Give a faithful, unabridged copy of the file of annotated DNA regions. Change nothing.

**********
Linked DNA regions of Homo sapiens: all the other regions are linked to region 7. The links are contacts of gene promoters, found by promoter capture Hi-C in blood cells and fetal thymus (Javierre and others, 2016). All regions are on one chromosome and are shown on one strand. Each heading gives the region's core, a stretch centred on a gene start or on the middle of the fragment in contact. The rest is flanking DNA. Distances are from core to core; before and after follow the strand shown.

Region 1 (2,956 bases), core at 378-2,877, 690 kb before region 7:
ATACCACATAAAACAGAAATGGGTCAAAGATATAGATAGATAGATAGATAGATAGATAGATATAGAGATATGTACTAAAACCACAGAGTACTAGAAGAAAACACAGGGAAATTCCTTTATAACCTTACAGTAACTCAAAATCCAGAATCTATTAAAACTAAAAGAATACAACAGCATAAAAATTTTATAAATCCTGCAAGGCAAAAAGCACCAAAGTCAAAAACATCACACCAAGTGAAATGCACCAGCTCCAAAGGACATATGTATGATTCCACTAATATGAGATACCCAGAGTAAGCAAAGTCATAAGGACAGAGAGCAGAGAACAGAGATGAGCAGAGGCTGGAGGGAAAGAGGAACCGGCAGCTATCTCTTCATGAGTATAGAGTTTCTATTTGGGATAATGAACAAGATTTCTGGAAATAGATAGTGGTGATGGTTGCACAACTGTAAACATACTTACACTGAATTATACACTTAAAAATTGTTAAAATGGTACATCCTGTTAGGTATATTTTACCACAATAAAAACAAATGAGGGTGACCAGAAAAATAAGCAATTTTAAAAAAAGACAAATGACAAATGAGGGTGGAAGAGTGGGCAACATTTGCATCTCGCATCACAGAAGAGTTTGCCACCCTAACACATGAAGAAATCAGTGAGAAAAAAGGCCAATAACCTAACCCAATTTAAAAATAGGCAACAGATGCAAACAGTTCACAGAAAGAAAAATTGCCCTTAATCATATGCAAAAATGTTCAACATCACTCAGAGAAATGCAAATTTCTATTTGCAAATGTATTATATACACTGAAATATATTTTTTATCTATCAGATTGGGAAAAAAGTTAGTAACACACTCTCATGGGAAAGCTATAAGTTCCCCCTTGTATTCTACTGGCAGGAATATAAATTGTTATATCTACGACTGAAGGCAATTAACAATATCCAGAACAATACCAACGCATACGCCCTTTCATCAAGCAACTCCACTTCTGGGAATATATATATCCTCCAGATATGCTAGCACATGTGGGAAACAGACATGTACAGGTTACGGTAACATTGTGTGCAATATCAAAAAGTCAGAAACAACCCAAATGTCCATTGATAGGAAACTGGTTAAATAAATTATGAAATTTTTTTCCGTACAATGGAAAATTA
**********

Linked DNA regions of Homo sapiens: all the other regions are linked to region 7. The links are contacts of gene promoters, found by promoter capture Hi-C in blood cells and fetal thymus (Javierre and others, 2016). All regions are on one chromosome and are shown on one strand. Each heading gives the region's core, a stretch centred on a gene start or on the middle of the fragment in contact. The rest is flanking DNA. Distances are from core to core; before and after follow the strand shown.

Region 1 (2,956 bases), core at 378-2,877, 690 kb before region 7:
ATACCACATAAAACAGAAATGGGTCAAAGATATAGATAGATAGATAGATAGATAGATAGATATAGAGATATGTACTAAAACCACAGAGTACTAGAAGAAAACACAGGGAAATTCCTTTATAACCTTACAGTAACTCAAAATCCAGAATCTATTAAAACTAAAAGAATACAACAGCATAAAAATTTTATAAATCCTGCAAGGCAAAAAGCACCAAAGTCAAAAACATCACACCAAGTGAAATGCACCAGCTCCAAAGGACATATGTATGATTCCACTAATATGAGATACCCAGAGTAAGCAAAGTCATAAGGACAGAGAGCAGAGAACAGAGATGAGCAGAGGCTGGAGGGAAAGAGGAACCGGCAGCTATCTCTTCATGAGTATAGAGTTTCTATTTGGGATAATGAACAAGATTTCTGGAAATAGATAGTGGTGATGGTTGCACAACTGTAAACATACTTACACTGAATTATACACTTAAAAATTGTTAAAATGGTACATCCTGTTAGGTATATTTTACCACAATAAAAACAAATGAGGGTGACCAGAAAAATAAGCAATTTTAAAAAAAGACAAATGACAAATGAGGGTGGAAGAGTGGGCAACATTTGCATCTCGCATCACAGAAGAGTTTGCCACCCTAACACATGAAGAAATCAGTGAGAAAAAAGGCCAATAACCTAACCCAATTTAAAAATAGGCAACAGATGCAAACAGTTCACAGAAAGAAAAATTGCCCTTAATCATATGCAAAAATGTTCAACATCACTCAGAGAAATGCAAATTTCTATTTGCAAATGTATTATATACACTGAAATATATTTTTTATCTATCAGATTGGGAAAAAAGTTAGTAACACACTCTCATGGGAAAGCTATAAGTTCCCCCTTGTATTCTACTGGCAGGAATATAAATTGTTATATCTACGACTGAAGGCAATTAACAATATCCAGAACAATACCAACGCATACGCCCTTTCATCAAGCAACTCCACTTCTGGGAATATATATATCCTCCAGATATGCTAGCACATGTGGGAAACAGACATGTACAGGTTACGGTAACATTGTGTGCAATATCAAAAAGTCAGAAACAACCCAAATGTCCATTGATAGGAAACTGGTTAAATAAATTATGAAATTTTTTTCCGTACAATGGAAAATTA